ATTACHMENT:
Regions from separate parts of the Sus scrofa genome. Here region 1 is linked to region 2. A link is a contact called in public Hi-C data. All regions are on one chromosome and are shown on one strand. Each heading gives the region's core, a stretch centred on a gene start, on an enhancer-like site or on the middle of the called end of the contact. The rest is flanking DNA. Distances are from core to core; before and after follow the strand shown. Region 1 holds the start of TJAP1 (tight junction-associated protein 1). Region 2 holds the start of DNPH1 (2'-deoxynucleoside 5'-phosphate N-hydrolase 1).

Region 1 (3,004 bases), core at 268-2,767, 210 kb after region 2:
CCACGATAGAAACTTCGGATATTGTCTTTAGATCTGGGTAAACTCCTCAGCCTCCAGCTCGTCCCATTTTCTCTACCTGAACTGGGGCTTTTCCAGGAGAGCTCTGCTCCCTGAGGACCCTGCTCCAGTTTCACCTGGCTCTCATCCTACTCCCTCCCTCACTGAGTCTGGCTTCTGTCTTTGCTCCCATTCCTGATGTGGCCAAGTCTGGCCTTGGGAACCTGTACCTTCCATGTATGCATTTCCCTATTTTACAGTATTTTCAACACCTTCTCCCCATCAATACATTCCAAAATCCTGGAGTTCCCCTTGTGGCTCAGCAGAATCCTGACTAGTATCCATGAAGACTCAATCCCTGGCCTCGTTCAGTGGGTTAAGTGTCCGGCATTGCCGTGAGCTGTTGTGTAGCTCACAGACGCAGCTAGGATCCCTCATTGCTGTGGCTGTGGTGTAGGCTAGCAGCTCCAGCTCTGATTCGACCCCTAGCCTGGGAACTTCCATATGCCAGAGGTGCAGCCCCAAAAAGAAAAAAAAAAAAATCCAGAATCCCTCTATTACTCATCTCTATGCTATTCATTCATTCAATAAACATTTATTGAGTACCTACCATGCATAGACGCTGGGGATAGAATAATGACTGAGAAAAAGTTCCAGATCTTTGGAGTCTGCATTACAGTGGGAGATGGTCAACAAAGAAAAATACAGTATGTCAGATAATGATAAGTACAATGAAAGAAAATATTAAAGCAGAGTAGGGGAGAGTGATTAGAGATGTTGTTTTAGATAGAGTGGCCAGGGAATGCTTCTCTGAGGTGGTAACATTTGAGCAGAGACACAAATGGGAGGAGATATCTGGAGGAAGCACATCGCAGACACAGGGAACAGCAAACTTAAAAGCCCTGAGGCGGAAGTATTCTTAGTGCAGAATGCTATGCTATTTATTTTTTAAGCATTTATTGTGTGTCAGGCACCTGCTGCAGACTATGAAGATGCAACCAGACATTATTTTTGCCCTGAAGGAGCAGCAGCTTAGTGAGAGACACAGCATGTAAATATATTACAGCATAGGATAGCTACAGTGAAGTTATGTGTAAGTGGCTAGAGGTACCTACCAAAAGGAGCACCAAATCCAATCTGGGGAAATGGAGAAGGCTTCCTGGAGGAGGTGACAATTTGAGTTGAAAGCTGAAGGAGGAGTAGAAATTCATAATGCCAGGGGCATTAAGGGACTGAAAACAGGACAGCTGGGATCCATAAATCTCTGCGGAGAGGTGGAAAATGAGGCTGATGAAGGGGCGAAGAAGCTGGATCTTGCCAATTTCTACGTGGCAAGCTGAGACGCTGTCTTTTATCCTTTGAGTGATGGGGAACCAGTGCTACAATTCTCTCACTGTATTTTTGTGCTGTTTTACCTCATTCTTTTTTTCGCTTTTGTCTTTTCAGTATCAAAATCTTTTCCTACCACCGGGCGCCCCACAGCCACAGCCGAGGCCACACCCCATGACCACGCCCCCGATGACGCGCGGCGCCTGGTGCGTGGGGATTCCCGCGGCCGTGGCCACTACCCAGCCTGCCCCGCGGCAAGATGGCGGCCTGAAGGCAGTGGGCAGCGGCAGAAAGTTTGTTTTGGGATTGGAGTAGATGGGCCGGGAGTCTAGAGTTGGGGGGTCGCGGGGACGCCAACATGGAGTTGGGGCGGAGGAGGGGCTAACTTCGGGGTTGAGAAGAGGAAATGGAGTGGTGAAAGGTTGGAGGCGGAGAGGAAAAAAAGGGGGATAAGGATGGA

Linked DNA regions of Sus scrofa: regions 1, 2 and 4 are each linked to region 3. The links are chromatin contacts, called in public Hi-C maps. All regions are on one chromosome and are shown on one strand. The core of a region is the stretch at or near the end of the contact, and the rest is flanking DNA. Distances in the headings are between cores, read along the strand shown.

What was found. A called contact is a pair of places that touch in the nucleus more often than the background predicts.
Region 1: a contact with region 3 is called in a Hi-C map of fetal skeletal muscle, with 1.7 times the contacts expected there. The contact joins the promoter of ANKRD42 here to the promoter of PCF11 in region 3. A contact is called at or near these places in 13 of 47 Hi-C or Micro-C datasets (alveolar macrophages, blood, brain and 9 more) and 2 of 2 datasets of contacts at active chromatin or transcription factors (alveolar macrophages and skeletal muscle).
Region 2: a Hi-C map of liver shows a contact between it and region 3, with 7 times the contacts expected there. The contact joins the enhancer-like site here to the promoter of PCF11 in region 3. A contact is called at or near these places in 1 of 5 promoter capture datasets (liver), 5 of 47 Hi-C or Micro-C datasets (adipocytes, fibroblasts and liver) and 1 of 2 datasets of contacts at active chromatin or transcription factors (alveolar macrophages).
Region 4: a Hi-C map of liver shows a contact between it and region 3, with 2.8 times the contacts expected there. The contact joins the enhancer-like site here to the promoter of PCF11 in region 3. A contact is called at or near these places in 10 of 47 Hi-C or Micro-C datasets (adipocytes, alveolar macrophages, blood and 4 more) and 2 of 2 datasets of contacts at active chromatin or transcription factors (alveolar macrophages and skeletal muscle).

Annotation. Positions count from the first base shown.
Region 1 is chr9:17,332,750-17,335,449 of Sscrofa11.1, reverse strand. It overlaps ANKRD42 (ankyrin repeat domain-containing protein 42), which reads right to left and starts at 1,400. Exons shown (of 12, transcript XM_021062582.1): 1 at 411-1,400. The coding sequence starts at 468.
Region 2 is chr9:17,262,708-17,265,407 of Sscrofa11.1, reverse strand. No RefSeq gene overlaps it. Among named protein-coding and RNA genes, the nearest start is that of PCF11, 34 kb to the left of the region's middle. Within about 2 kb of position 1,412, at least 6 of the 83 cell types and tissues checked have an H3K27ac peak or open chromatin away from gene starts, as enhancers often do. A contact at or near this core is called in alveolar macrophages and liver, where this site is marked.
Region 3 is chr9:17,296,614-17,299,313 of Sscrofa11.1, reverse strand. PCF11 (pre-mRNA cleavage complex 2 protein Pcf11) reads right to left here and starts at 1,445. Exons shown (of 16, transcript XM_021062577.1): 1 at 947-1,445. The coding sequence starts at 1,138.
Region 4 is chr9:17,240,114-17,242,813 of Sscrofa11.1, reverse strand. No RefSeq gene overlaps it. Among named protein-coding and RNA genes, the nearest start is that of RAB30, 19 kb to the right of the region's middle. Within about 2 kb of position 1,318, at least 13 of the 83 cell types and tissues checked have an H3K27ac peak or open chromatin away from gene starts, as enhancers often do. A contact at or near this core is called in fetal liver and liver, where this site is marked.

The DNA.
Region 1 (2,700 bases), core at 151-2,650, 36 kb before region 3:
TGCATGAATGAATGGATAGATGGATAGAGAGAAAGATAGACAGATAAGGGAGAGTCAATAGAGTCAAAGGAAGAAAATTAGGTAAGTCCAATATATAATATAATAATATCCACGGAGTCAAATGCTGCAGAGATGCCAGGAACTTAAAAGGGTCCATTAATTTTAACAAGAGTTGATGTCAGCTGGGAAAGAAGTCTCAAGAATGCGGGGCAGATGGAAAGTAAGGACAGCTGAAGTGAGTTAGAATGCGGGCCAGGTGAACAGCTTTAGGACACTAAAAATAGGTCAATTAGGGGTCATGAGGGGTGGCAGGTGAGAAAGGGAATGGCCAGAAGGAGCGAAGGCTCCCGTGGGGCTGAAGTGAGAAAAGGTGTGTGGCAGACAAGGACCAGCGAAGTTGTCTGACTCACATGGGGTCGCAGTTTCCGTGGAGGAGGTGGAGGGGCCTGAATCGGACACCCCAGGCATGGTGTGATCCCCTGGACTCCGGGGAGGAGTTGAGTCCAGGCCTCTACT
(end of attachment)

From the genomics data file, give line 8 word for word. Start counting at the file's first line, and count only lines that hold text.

Region 4: a Hi-C map of liver shows a contact between it and region 3, with 2.8 times the contacts expected there. The contact joins the enhancer-like site here to the promoter of PCF11 in region 3. A contact is called at or near these places in 10 of 47 Hi-C or Micro-C datasets (adipocytes, alveolar macrophages, blood and 4 more) and 2 of 2 datasets of contacts at active chromatin or transcription factors (alveolar macrophages and skeletal muscle).